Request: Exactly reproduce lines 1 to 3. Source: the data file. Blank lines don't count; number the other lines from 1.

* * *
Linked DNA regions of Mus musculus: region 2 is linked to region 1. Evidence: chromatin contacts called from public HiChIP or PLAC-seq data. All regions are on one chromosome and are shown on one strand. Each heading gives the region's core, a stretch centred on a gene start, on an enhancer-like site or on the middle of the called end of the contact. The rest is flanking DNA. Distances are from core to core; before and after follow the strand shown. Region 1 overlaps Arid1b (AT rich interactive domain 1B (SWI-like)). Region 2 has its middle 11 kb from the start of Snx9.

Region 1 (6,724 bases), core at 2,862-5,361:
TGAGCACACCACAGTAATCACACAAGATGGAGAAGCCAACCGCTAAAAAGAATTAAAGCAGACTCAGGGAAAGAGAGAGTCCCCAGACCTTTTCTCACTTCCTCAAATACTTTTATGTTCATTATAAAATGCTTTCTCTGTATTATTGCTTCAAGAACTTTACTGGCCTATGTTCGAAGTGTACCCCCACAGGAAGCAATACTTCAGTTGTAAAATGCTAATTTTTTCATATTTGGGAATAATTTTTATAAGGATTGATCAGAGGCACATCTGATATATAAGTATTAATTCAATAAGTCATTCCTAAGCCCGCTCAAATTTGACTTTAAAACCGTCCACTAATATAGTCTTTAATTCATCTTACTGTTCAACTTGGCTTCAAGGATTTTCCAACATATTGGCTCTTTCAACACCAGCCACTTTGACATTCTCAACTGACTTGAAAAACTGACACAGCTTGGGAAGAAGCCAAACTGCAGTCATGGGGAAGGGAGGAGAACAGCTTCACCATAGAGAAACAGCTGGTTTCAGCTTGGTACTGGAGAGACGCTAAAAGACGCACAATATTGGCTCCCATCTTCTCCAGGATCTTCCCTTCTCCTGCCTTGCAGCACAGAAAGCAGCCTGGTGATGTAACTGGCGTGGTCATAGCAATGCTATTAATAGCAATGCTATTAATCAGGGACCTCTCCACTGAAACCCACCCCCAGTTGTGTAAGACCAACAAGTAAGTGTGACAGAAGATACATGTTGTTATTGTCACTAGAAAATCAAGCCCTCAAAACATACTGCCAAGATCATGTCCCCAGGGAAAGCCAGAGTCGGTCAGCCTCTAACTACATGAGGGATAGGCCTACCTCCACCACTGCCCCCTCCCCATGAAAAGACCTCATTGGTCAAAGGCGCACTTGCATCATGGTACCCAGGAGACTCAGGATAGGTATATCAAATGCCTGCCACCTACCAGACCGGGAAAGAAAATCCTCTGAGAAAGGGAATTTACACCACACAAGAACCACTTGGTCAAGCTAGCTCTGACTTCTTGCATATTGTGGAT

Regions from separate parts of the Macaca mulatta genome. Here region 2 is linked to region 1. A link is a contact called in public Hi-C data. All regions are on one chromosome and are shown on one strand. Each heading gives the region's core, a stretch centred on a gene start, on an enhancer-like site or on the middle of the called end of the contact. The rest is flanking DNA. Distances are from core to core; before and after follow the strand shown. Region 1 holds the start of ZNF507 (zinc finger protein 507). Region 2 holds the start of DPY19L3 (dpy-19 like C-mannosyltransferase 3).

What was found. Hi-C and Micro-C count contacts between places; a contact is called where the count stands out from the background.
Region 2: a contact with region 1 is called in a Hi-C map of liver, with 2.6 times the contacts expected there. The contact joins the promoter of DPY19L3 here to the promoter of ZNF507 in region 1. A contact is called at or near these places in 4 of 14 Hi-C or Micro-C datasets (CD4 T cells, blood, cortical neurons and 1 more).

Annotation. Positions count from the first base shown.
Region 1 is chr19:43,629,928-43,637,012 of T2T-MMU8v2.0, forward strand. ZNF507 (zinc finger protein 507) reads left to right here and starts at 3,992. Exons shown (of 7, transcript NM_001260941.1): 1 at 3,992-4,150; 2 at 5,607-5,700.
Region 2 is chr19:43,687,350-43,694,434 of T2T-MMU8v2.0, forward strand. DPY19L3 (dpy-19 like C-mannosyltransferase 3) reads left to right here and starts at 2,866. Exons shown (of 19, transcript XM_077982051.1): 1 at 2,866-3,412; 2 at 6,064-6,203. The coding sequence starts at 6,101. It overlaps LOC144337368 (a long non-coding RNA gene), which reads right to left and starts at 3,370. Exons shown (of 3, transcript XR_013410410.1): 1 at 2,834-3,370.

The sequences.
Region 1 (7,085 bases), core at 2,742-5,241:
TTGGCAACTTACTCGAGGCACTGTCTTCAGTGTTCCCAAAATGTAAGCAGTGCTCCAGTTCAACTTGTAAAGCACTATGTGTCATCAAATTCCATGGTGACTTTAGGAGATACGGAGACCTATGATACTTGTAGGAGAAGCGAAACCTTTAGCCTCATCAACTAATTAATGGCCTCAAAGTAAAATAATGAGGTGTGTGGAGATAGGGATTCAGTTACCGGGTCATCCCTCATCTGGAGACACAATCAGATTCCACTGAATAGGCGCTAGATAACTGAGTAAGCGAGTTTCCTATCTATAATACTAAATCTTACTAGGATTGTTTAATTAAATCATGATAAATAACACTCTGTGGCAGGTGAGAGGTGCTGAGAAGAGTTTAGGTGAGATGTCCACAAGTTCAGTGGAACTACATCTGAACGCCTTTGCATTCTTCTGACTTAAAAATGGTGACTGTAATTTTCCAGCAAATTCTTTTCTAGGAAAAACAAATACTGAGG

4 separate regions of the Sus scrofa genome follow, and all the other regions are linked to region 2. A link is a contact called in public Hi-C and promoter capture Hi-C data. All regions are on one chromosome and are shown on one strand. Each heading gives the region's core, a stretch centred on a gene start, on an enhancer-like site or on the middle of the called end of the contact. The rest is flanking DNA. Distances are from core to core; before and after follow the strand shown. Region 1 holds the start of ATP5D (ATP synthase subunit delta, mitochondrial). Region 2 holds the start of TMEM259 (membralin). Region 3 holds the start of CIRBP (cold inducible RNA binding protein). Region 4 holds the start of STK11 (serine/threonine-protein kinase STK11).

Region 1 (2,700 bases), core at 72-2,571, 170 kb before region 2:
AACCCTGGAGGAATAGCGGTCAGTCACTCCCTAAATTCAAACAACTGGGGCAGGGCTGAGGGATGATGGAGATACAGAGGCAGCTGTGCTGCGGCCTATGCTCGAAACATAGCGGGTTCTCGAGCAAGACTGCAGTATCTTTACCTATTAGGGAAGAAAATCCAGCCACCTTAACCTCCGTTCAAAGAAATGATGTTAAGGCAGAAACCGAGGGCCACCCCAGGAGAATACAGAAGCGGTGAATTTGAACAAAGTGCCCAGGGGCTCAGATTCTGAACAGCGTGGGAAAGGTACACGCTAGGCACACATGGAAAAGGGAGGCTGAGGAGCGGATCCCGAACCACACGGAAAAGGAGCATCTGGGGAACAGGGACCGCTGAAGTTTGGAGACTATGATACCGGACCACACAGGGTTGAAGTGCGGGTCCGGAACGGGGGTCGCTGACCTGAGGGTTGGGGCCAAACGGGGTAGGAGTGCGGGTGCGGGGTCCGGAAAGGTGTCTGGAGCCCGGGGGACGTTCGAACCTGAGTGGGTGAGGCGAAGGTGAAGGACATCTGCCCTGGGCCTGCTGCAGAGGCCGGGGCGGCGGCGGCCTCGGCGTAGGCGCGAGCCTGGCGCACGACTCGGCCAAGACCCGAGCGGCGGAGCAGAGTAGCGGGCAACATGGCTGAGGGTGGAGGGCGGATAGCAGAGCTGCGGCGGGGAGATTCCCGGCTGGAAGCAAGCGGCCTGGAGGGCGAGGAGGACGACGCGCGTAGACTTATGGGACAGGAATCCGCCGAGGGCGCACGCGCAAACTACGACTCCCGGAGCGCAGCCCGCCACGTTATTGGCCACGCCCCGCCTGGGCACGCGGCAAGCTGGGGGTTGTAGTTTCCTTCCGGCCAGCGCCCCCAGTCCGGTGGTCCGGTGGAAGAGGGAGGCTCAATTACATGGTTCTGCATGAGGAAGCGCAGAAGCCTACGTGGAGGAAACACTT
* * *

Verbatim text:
Linked DNA regions of Mus musculus: region 2 is linked to region 1. Evidence: chromatin contacts called from public HiChIP or PLAC-seq data. All regions are on one chromosome and are shown on one strand. Each heading gives the region's core, a stretch centred on a gene start, on an enhancer-like site or on the middle of the called end of the contact. The rest is flanking DNA. Distances are from core to core; before and after follow the strand shown. Region 1 overlaps Arid1b (AT rich interactive domain 1B (SWI-like)). Region 2 has its middle 11 kb from the start of Snx9.

Region 1 (6,724 bases), core at 2,862-5,361:
TGAGCACACCACAGTAATCACACAAGATGGAGAAGCCAACCGCTAAAAAGAATTAAAGCAGACTCAGGGAAAGAGAGAGTCCCCAGACCTTTTCTCACTTCCTCAAATACTTTTATGTTCATTATAAAATGCTTTCTCTGTATTATTGCTTCAAGAACTTTACTGGCCTATGTTCGAAGTGTACCCCCACAGGAAGCAATACTTCAGTTGTAAAATGCTAATTTTTTCATATTTGGGAATAATTTTTATAAGGATTGATCAGAGGCACATCTGATATATAAGTATTAATTCAATAAGTCATTCCTAAGCCCGCTCAAATTTGACTTTAAAACCGTCCACTAATATAGTCTTTAATTCATCTTACTGTTCAACTTGGCTTCAAGGATTTTCCAACATATTGGCTCTTTCAACACCAGCCACTTTGACATTCTCAACTGACTTGAAAAACTGACACAGCTTGGGAAGAAGCCAAACTGCAGTCATGGGGAAGGGAGGAGAACAGCTTCACCATAGAGAAACAGCTGGTTTCAGCTTGGTACTGGAGAGACGCTAAAAGACGCACAATATTGGCTCCCATCTTCTCCAGGATCTTCCCTTCTCCTGCCTTGCAGCACAGAAAGCAGCCTGGTGATGTAACTGGCGTGGTCATAGCAATGCTATTAATAGCAATGCTATTAATCAGGGACCTCTCCACTGAAACCCACCCCCAGTTGTGTAAGACCAACAAGTAAGTGTGACAGAAGATACATGTTGTTATTGTCACTAGAAAATCAAGCCCTCAAAACATACTGCCAAGATCATGTCCCCAGGGAAAGCCAGAGTCGGTCAGCCTCTAACTACATGAGGGATAGGCCTACCTCCACCACTGCCCCCTCCCCATGAAAAGACCTCATTGGTCAAAGGCGCACTTGCATCATGGTACCCAGGAGACTCAGGATAGGTATATCAAATGCCTGCCACCTACCAGACCGGGAAAGAAAATCCTCTGAGAAAGGGAATTTACACCACACAAGAACCACTTGGTCAAGCTAGCTCTGACTTCTTGCATATTGTGGAT